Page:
It is interesting to learn that cries of "it wisnae me" also echo through the corridors of the higher institutions of learning.
While I welcome Brian Boyd's identifying of HMIE as the principal culprit in the enforcement of individualised learning on a reluctant teacher population (TESS, September 22), the buck does not quite stop there.
Those many individuals who enthusiastically adopted and promoted this crass system of teaching and learning, indeed, whose career paths were smoothed and enhanced by its adoption, are similarly culpable.
Kevin Logan, mentioned by Professor Boyd as spending years in the wilderness for his opposition to individualised learning, was not alone in his wilderness. He appears to be one of many who long doubted the efficacy of individualised learning.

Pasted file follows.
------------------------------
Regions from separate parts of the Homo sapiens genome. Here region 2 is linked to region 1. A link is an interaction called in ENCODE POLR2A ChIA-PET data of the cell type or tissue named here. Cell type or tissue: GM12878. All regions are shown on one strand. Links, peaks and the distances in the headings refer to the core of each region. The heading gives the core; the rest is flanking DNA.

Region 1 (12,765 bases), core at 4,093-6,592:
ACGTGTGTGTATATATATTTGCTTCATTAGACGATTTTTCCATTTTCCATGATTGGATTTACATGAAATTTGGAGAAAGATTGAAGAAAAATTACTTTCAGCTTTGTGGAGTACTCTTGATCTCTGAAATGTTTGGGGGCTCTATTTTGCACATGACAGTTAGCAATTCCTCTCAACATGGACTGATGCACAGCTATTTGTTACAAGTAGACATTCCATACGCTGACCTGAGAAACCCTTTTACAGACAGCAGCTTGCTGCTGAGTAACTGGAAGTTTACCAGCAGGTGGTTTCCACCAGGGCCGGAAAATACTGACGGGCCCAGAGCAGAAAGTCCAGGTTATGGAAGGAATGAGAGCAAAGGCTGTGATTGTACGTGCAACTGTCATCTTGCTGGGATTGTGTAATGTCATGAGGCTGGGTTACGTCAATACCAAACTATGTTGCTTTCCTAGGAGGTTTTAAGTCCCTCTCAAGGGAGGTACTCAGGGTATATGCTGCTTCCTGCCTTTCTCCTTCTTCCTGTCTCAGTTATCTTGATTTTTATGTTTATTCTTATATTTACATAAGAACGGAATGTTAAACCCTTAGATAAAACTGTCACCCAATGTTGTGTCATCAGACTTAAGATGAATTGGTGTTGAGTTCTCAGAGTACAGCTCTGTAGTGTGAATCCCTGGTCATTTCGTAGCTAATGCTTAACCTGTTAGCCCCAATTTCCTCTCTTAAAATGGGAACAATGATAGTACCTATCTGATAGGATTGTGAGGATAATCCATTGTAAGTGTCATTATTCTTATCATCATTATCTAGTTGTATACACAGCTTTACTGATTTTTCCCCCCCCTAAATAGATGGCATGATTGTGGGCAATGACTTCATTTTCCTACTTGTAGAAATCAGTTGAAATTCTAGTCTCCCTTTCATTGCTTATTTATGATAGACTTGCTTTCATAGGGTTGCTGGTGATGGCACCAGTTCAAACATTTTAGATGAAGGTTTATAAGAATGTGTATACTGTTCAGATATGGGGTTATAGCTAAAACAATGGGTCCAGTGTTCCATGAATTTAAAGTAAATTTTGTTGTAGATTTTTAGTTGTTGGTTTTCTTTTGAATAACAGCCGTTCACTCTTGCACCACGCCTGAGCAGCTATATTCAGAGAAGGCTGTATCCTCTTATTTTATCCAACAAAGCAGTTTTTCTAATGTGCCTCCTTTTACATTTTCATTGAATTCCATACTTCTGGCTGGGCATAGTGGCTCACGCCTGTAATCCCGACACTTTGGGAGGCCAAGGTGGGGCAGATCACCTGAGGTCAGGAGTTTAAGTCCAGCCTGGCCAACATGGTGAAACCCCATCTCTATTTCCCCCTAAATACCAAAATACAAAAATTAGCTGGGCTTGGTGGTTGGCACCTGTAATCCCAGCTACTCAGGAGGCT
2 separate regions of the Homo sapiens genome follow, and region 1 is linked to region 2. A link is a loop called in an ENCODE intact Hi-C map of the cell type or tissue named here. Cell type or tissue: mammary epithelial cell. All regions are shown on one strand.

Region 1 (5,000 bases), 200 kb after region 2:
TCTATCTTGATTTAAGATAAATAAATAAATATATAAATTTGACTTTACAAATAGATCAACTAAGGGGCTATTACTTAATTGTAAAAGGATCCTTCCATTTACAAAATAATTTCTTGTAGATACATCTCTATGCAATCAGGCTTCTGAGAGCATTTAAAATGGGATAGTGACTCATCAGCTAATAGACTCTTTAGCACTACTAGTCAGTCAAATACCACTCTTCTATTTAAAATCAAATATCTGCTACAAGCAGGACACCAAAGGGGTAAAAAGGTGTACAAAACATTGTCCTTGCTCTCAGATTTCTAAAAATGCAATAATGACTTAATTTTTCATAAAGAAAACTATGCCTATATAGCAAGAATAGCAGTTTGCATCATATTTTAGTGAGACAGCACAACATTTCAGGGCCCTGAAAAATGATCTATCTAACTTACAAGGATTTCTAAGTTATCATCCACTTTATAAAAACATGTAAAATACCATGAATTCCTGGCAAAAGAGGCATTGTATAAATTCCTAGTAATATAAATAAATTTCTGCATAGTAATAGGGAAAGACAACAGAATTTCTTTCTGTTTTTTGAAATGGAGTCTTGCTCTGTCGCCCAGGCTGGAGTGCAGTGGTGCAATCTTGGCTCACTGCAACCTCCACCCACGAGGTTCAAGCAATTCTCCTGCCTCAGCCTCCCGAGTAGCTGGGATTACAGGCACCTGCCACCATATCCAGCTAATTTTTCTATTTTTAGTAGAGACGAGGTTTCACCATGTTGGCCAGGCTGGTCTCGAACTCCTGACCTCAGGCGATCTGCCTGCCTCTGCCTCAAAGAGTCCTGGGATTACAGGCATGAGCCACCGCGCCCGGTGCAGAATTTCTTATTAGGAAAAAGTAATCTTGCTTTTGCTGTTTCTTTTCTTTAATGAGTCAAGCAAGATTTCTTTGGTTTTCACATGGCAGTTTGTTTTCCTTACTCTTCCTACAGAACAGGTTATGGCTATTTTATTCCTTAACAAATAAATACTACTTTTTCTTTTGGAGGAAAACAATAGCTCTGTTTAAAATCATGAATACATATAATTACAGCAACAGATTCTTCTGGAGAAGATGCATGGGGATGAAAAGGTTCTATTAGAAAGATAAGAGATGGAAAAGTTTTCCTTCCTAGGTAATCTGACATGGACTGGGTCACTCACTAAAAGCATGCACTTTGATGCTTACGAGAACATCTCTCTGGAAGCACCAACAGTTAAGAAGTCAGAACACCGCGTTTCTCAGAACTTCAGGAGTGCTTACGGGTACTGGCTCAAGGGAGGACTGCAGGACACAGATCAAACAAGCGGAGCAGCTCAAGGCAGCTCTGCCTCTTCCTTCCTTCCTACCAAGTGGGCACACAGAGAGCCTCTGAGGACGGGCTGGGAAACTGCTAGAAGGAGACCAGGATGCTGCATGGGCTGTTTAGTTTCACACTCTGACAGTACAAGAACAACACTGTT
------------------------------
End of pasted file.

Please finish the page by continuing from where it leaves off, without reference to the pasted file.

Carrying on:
Of more importance, however, were the many, many pupils who suffered - and continue to suffer - as a result.
If anything is to be learned from this short burst of correspondence, it is that teachers should be wary and be prepared to question the advice emanating from "on high".
Today's quiescent teacher population, currently absorbing the nuances of formative assessment, co-operative learning and metacognition, should take heed.